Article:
The COVID pandemic has demonstrated how important cleaners and cleaning contractors are in the fight to keep us all safe from exposure and infection.
However, over the last few years in the aged care sector, and because of the Royal Commission into Aged Care Quality and Safety, together with financial challenges facing many aged care providers, the change from in-house cleaners versus outsourced cleaners is ever increasing.
A recent LinkedIn Poll found 44 per cent of aged care providers have outsourced their cleaning to contractors, while 26 per cent said they have implemented a hybrid model of 50 per cent in-house and 50 per cent outsourced contractors.
These findings demonstrate that 70 per cent of aged care providers moving to a new model so they can improve efficiency and cleanliness of facilities.
There are many cleaning related challenges for operators in the aged care sector. The cleaning is conducted during an eight-hour day, among elderly residents with varying mobility and cognitive ability, dementia, and palliative care awareness.
The aged care environment requires an understanding of quality standards. A level of flexibility is also required based on person-centered care, and most importantly, you need a level of empathy, tact, and respect to navigate a working day.
Enter the aged care cleaning specialist. You are not only the defender against germs and infection, but you also need to understand the aged care quality standards and how your role plays a part in supporting person-centered care.
Cleaning and aged care training is imperative and your ability to build relationships and trust will determine your success.
Some of the key attributes of an aged care cleaning specialist will include communication skills, cultural awareness, understanding dementia and palliative care, a level of resilience, and a good dose of mental and physical well-being.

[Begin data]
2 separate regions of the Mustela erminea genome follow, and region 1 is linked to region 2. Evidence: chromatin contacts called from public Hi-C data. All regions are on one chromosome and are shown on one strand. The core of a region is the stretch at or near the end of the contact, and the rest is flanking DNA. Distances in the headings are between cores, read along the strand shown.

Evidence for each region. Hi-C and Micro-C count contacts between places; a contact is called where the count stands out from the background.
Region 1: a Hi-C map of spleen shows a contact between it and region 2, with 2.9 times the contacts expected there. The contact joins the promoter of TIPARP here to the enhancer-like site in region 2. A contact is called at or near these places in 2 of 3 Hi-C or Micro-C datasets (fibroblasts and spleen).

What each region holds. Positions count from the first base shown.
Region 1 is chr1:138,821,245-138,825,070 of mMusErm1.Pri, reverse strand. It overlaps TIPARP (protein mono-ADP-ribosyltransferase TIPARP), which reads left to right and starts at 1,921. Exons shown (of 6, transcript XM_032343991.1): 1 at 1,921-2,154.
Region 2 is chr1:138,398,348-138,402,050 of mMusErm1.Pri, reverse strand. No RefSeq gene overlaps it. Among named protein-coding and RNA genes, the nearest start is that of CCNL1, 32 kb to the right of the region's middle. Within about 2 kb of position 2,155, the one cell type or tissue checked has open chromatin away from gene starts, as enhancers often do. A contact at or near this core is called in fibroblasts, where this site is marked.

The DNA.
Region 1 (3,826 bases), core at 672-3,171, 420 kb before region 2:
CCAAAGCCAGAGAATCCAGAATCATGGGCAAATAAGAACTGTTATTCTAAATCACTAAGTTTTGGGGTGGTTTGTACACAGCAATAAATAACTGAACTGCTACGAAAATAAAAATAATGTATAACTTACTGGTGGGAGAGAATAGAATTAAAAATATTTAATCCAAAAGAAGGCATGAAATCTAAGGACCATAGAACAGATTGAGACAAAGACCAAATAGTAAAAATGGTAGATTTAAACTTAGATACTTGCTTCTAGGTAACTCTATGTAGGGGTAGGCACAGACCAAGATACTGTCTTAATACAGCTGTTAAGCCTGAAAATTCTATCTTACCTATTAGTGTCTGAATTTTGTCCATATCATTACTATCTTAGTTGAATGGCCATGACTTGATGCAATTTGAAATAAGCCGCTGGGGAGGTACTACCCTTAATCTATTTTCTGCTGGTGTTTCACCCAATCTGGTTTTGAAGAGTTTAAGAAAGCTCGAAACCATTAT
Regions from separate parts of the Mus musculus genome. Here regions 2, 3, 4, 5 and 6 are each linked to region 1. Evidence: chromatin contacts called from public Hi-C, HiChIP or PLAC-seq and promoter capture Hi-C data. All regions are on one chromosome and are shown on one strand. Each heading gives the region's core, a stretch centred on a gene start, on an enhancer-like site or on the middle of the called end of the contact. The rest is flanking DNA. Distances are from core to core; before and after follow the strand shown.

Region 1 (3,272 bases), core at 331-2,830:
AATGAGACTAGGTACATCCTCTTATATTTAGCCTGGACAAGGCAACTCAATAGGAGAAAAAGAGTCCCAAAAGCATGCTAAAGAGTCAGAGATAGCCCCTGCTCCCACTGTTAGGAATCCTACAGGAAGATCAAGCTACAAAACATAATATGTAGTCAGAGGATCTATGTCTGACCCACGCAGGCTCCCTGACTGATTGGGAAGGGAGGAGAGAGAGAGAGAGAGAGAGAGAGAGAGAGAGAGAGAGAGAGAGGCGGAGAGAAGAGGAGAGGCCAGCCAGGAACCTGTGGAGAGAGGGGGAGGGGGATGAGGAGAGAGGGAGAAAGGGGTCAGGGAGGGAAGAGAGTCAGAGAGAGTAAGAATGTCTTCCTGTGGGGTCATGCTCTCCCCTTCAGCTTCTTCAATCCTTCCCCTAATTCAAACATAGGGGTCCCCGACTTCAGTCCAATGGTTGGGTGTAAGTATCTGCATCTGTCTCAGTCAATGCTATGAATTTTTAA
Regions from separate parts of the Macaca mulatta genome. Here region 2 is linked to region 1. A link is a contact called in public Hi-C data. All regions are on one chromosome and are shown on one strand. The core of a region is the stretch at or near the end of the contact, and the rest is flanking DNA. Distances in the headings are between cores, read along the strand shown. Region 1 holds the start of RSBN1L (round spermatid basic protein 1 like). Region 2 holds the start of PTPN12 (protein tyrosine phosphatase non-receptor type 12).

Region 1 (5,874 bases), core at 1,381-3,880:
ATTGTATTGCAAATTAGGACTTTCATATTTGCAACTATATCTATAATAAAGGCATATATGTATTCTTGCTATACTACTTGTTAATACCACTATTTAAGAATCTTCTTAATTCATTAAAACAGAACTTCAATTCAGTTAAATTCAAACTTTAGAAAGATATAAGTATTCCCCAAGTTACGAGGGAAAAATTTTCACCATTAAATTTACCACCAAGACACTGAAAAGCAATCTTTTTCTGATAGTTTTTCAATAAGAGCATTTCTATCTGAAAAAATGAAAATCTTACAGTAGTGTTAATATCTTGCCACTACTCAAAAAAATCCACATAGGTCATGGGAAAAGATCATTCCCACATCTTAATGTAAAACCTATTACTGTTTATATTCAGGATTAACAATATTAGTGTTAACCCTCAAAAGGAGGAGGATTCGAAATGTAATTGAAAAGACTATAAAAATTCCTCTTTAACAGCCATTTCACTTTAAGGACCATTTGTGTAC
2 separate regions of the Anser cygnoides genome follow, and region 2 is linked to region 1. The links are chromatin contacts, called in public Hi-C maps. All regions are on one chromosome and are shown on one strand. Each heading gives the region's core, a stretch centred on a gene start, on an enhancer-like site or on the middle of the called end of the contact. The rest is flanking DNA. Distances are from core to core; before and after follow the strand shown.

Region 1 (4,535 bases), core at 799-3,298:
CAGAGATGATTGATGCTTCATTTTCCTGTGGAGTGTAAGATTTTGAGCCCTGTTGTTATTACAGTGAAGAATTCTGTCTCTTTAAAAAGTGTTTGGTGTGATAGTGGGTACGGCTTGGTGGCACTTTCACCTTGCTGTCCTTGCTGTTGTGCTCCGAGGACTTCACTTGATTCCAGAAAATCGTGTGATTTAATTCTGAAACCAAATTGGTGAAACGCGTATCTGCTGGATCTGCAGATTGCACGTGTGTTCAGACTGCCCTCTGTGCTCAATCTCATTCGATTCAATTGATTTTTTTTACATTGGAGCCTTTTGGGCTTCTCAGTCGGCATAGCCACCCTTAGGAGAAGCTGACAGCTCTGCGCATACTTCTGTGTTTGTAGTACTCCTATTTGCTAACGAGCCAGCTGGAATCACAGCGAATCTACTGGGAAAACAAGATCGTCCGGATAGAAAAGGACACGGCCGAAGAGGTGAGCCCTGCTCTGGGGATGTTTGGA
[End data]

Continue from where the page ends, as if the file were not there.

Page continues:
Becoming an aged care cleaning specialist involves a holistic approach, meeting mandatory requirements for safe practice and demonstrating skills in communication.
Empathy is equally as important. The role is specialised as you will be working and communicating with vulnerable people from different backgrounds.
The importance of cleaning specialists in aged care cannot be understated because you are seen as an extension of the aged care provider and its staff.
Therefore, the way you interact needs to reflect the aged care provider, any quality auditing undertaken needs to show an alignment to the quality standards and expectations of the aged care home.
Training and education is vital for cleaning specialists to support person-centered care and deliver exceptional cleaning outcomes all while building relationships through effective communication, understanding, respect, empathy, and expertise.
Sean Matthews is managing director of Banksia Consulting Group. He can be contacted at email@example.com or 0437148168.
This article first appeared in the September/October issue of INCLEAN magazine
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